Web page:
Do Stress Tests Pass the Test?

6 Pages Posted: 31 Mar 2016

See all articles by Thomas Huertas

Thomas Huertas

Goethe University Frankfurt - Institute of Law and Finance; Center for Financial Studies

Date Written: December 15, 2015


Stress tests have two purposes. From a micro-prudential perspective, they aim to assure that banks have enough capital now to withstand the losses they might incur in the future, if the macro-economic environment were to become markedly more adverse. From a macro-economic perspective, stress tests aim to assure that banks will have enough capital to sustain lending in the downturn, so that any recession will be short and shallow. In other words, stress tests aim to assure that both banks and the economy at large will be resilient. Can stress tests assure such an outcome? Do stress tests themselves pass the test? Here, the jury is still out, although both theory and evidence suggest that stress tests are more likely to pass the micro-prudential test than the macro-prudential one. That in turn implies that stress tests are here to stay as a supervisory tool – a fact that banks would do well to take into account in managing their data, developing their models and managing their capital and liquidity.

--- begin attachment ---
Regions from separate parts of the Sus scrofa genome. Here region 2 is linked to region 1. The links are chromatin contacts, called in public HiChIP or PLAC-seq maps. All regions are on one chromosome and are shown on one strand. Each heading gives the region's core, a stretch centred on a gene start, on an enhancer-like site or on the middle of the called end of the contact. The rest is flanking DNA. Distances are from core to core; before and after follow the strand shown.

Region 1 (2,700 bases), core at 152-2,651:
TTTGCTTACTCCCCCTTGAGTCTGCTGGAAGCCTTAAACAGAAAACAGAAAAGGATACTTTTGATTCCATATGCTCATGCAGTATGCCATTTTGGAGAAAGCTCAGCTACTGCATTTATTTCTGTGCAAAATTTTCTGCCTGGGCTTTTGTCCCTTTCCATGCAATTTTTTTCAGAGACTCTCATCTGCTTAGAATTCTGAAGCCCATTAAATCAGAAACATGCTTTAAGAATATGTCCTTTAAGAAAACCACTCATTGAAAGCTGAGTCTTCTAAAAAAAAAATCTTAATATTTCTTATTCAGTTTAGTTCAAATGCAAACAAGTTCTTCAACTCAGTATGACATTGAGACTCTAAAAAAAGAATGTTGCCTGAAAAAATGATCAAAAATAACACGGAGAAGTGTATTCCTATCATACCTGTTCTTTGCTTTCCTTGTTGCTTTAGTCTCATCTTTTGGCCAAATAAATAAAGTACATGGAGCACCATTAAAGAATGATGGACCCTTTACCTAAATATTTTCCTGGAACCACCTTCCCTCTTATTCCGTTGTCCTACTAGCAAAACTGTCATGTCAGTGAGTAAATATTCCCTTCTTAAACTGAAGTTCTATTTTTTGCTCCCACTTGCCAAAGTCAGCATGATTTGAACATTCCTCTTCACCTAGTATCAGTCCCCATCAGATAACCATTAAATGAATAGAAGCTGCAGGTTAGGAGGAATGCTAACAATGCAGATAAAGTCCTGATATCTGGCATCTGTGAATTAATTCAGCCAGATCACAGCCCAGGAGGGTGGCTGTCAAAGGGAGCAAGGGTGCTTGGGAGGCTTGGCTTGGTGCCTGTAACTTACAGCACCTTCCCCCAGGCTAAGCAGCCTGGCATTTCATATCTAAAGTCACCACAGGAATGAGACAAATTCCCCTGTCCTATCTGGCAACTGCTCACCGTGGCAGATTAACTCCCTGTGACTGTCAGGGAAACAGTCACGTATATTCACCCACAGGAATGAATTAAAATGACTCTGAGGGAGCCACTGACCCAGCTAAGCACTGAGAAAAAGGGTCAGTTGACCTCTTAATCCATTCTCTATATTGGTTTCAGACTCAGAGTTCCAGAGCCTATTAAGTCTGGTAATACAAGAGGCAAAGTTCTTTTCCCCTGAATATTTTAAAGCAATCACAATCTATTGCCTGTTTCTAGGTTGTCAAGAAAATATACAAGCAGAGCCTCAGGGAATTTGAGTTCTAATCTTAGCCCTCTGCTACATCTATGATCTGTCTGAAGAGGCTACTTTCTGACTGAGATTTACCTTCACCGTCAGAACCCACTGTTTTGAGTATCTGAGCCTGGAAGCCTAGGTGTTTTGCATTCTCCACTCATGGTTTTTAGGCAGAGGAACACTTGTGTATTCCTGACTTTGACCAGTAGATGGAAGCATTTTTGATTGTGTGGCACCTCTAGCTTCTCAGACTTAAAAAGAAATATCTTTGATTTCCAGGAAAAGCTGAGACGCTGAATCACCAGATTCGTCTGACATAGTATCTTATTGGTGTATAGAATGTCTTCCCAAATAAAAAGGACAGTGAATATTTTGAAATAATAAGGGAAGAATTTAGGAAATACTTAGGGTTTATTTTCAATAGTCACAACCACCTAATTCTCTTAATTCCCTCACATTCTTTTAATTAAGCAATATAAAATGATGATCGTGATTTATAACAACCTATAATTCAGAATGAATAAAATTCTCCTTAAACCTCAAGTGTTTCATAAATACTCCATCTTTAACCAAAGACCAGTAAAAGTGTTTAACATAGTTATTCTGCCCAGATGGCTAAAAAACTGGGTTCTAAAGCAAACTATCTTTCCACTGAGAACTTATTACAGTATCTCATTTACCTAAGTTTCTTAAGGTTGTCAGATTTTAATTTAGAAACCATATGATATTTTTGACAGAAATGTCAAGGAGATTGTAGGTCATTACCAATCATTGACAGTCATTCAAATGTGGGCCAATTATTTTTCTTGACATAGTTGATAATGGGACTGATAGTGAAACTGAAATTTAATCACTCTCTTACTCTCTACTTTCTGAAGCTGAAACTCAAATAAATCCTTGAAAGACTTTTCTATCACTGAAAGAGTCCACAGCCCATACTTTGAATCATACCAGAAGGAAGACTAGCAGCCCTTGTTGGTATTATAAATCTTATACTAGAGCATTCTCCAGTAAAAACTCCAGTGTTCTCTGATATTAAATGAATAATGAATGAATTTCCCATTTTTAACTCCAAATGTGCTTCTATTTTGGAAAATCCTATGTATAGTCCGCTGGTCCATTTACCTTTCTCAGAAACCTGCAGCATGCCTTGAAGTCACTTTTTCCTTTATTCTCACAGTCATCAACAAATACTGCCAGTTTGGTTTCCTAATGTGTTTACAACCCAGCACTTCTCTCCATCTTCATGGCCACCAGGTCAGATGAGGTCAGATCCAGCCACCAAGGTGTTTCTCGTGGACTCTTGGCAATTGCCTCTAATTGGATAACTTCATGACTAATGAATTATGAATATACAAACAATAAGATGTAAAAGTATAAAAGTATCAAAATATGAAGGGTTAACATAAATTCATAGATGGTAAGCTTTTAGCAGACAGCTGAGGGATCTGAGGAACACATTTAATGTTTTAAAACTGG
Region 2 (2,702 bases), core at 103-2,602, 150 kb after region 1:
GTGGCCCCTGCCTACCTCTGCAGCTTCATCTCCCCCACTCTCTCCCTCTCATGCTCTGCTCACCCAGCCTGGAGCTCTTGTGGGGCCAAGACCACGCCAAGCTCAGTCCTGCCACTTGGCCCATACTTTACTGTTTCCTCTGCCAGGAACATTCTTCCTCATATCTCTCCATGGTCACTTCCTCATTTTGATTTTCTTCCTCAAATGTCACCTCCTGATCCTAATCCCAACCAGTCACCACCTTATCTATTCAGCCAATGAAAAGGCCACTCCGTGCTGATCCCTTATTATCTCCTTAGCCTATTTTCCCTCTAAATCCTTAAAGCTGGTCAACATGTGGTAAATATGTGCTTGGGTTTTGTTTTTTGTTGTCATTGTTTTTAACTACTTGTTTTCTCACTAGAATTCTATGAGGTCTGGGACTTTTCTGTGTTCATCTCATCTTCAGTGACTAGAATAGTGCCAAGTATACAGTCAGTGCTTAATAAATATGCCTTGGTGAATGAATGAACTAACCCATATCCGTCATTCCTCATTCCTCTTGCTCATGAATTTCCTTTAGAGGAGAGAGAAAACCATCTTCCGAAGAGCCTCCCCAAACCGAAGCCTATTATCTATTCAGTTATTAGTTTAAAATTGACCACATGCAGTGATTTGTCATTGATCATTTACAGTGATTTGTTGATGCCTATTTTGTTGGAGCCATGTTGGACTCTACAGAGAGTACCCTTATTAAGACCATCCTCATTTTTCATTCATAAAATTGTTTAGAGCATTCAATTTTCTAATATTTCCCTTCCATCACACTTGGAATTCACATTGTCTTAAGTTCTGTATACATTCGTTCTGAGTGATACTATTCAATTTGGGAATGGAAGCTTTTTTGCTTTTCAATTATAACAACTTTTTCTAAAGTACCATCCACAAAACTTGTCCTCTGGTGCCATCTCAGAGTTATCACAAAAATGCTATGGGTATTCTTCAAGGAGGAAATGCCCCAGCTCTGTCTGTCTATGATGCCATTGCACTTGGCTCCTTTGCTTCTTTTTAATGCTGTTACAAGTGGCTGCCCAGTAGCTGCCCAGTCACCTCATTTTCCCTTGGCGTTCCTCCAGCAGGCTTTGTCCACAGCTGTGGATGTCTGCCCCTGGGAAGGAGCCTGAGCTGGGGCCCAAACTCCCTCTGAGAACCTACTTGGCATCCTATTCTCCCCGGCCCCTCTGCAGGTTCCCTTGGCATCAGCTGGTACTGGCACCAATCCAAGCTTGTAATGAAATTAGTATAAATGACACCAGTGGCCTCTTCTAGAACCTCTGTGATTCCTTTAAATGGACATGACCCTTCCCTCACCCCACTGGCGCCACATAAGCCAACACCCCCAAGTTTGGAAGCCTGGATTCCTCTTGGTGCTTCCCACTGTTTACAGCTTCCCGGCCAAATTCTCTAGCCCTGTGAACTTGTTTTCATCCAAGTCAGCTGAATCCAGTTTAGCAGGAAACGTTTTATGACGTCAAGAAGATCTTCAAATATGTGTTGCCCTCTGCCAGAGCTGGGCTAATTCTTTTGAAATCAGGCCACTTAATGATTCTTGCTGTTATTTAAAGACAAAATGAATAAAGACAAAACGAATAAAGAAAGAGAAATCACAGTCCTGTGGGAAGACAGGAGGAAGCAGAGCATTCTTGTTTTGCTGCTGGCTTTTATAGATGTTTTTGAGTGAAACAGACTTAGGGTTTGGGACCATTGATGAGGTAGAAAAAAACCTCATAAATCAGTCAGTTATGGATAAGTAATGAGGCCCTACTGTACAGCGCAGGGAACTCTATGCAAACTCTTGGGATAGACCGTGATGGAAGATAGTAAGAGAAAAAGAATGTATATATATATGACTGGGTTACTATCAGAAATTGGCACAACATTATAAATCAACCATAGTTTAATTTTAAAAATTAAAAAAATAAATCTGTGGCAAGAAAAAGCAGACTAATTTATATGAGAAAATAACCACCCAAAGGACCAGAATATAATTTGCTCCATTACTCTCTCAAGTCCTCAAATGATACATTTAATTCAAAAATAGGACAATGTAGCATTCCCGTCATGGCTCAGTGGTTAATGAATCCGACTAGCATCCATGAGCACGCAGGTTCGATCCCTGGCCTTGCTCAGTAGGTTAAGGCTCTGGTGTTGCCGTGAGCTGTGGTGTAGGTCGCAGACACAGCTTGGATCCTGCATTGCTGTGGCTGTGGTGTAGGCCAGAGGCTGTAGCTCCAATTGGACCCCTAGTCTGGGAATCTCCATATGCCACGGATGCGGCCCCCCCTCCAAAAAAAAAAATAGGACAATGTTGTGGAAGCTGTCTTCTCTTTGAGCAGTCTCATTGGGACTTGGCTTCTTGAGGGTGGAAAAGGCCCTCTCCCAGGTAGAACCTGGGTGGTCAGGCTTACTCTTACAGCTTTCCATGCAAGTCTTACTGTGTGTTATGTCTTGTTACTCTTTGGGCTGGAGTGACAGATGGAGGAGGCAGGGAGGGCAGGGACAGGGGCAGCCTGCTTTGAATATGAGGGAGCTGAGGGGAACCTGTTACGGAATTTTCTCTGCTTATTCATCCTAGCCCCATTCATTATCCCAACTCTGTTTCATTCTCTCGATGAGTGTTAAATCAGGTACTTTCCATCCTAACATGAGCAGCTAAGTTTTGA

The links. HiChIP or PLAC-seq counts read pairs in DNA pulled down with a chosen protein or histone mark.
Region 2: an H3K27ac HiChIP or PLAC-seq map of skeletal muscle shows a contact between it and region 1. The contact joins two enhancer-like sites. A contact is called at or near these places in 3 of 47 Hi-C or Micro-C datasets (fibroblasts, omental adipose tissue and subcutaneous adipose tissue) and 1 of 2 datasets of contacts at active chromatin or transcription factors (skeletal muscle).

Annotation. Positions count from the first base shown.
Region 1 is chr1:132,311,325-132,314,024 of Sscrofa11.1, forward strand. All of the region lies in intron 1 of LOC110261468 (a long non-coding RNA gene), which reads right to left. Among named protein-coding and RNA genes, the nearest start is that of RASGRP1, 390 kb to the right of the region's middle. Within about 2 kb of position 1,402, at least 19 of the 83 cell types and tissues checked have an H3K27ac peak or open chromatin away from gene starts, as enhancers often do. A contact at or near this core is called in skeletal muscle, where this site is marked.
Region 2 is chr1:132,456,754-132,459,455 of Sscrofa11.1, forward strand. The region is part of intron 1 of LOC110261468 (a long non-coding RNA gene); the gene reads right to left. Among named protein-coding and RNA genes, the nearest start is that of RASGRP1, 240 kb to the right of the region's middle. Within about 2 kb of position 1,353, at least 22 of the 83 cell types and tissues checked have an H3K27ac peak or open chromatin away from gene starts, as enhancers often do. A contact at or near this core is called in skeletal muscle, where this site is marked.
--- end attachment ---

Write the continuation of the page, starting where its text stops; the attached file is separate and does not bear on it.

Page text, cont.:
Keywords: stress tests, bank supervision, bank capital, macroprudential supervision

JEL Classification: G18, G21, G28

Suggested Citation

Huertas, Thomas, Do Stress Tests Pass the Test? (December 15, 2015). Available at SSRN: or

Thomas Huertas (Contact Author)

Goethe University Frankfurt - Institute of Law and Finance ( email )

Campus Westend - Grüneburgplatz 1
Frankfurt, 60323

Center for Financial Studies ( email )

Grüneburgplatz 1
Goethe University
Frankfurt am Main, 60323

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